This means that some of the underlying factors pushing up inflation will evaporate over time. Supply-chain disruptions will be dealt with, monetary policy is no longer expansive, many commodity prices have already started to fall, etc. In short, inflation will not remain at 10%, but will naturally fall somewhat. In the long run, I believe we will come back to something like 2% inflation. On the other hand, not all of this inflation will “disappear” by itself. Demand is very high in some areas of the world, so there will be inflationary pressures for some time.

How do you bring down inflation? 

Inflation means firms raise prices on stuff we buy. They do so when demand for what firms produce is high relative to what they supply.

To reduce inflation, we thus have to reduce demand. In principle, we could also increase supply, but this is generally difficult solution, and that takes longer.

When we talk about bringing down inflation, we mainly talk about central banks and monetary policy. The most important job for central banks is to keep inflation low and stable. Alas, they have failed because inflation is so high now.

In the current situation, central banks must raise interest rates rather aggressively, because inflation is so high. They are doing this now, but I have been arguing for some time that central banks failed to see the inflation coming, failed to see inflation would persist, and for those reasons central banks started reacting too late. It means it will take longer to bring inflation under control, and there is a risk that policy will not be calibrated correctly going forward, because there is a sense of urgency here.

In Denmark, the story is a little different. In Denmark, the central bank is not responsible for inflation. The Danish central bank is responsible for the exchange rate, which is pegged to the euro. For this reason, the Danish central bank cannot react to inflationary pressures in Denmark.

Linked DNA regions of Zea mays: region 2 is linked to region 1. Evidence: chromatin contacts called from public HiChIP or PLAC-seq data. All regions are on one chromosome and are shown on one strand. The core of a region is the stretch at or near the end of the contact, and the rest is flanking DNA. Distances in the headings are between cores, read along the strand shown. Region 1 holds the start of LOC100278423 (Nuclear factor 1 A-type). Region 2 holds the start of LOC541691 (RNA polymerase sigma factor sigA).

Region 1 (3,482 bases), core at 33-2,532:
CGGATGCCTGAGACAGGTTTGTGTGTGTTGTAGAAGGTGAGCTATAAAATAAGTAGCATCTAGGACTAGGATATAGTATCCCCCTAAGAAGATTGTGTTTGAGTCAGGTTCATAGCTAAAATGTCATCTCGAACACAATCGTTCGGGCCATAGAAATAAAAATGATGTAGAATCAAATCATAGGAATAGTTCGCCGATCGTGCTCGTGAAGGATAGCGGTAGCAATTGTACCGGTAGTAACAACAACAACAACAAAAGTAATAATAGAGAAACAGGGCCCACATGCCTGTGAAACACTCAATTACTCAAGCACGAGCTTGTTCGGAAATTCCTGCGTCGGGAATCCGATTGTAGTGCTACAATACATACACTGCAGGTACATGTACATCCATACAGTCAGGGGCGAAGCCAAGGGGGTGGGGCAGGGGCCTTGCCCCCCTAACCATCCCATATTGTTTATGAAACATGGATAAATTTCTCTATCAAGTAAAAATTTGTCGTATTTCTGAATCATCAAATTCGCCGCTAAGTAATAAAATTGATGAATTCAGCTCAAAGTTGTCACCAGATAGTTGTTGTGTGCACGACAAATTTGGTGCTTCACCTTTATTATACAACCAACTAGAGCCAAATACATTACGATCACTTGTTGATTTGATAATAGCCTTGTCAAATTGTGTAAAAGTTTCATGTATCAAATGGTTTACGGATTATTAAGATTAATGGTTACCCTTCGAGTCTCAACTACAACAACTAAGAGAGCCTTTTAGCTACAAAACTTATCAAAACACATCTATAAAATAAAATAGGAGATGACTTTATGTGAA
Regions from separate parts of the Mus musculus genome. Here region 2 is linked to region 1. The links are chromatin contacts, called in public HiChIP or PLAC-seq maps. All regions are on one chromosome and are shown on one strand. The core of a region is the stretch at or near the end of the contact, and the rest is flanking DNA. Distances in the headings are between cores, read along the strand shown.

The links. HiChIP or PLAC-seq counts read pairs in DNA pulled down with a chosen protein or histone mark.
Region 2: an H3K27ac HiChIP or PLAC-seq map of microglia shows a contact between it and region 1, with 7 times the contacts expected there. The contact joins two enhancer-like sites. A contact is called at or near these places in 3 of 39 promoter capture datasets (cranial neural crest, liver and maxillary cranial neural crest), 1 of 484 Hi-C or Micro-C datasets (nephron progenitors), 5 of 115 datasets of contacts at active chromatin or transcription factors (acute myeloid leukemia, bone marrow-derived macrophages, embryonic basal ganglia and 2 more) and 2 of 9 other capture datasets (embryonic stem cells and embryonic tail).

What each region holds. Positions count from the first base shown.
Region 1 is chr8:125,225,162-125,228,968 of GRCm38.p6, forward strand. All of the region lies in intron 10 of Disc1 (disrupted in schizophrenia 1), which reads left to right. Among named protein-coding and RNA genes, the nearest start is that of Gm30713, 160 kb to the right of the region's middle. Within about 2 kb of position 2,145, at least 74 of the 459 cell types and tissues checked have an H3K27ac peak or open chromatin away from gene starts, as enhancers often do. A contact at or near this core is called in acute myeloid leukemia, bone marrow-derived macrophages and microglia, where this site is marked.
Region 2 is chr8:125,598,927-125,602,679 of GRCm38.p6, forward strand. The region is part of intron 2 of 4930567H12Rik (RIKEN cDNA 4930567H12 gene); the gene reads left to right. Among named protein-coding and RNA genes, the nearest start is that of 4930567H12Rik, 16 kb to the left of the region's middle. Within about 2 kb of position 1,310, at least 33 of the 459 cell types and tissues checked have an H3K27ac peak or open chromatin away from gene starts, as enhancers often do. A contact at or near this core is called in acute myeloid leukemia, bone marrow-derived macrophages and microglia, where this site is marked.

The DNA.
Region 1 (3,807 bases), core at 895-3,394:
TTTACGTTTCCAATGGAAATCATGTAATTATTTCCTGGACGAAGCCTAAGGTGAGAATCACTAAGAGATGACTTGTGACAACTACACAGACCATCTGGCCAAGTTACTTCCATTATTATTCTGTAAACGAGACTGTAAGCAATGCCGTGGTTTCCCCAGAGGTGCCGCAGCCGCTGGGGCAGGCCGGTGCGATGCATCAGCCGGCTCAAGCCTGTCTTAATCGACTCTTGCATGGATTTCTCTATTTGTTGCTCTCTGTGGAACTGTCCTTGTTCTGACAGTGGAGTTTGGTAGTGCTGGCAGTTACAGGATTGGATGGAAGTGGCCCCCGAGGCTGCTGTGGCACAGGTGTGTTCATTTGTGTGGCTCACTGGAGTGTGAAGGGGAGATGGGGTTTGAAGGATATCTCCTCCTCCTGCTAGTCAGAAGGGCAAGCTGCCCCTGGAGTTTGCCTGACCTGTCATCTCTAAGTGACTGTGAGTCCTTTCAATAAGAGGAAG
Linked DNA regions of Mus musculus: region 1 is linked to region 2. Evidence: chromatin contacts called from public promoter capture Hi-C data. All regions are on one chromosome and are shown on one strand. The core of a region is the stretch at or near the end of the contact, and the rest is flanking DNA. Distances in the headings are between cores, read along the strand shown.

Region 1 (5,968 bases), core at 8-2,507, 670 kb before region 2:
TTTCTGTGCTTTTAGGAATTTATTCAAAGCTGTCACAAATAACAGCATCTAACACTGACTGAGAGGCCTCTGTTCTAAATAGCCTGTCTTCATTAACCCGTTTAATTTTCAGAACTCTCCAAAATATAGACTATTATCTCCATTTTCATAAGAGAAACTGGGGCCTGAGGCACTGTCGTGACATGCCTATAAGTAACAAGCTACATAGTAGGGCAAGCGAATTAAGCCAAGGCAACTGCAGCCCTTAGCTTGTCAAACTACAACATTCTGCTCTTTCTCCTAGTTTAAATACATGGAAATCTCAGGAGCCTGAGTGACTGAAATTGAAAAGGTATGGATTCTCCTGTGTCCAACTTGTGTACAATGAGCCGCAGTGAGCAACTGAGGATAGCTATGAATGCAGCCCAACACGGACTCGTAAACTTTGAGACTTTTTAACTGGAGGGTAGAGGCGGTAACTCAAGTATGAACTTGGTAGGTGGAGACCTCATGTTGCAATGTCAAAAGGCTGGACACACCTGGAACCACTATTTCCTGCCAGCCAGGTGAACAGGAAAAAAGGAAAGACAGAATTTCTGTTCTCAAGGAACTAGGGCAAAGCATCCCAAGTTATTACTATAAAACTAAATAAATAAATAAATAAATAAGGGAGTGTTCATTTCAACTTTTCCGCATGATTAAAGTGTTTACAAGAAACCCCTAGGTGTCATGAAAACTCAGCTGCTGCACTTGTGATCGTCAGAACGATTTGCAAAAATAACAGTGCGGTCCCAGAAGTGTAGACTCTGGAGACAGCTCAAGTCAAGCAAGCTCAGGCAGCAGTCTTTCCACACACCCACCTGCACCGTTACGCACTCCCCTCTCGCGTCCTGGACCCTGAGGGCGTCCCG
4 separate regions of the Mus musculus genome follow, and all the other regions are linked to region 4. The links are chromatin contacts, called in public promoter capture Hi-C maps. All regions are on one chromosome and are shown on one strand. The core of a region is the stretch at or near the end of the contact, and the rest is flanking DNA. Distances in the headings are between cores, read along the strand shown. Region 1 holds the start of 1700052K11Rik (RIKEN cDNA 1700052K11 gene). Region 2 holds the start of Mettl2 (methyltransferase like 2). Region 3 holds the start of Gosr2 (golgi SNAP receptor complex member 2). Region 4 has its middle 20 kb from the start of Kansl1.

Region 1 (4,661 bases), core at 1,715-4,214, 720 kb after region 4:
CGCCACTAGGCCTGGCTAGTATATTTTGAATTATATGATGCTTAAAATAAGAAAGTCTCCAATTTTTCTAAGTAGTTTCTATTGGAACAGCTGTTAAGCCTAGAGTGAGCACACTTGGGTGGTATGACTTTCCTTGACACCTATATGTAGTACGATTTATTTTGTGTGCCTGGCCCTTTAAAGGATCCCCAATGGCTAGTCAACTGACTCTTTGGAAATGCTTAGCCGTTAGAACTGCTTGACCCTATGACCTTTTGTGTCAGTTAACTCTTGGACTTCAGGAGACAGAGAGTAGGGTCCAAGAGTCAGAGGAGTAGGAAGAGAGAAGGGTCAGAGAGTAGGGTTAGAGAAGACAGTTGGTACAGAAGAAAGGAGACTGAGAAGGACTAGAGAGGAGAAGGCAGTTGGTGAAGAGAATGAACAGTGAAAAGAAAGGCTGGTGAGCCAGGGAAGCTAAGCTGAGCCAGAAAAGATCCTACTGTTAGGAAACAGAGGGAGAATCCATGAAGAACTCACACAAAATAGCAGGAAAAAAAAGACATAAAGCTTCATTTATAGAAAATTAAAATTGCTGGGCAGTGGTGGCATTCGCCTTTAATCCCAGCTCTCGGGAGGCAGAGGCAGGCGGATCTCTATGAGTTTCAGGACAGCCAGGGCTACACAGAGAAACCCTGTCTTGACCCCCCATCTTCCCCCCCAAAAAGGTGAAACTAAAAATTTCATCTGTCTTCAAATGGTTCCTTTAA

When can we expect inflation to come down?

Difficult to say, of course.

At the moment, the best guess is that inflation is close to having peaked. It probably already has peaked in the US, at least what we call “headline inflation”, core inflation might not have peaked yet, but will soon. In Europe, we are probably not at the peak yet, but it could be close.

This means that inflation should start to come down within the not too distant future. This does not mean that the prices we pay for goods and services come down, but the rate at which these prices increase will come down.

Unfortunately, on the other hand, it will take some time for inflation to come back to levels we have been used to during recent decades, not least because central banks unfortunately have been too slow to react, as mentioned above. There is also a risk that central banks will not raise interest rates enough in Europe, because there is concern what this will imply for indebted countries, such as Italy. If the European Central Bank does not raise interest rates enough, it will take longer to get inflation under control. Inflation will thus most likely remain too high also next year, and potentially even for a few more years.


Richard Steed, Journalist, SLK

Jesper Rangvid, Professor, Department of Finance 


The page was last edited by: Sekretariat for Ledelse og Kommunikation // 10/27/2022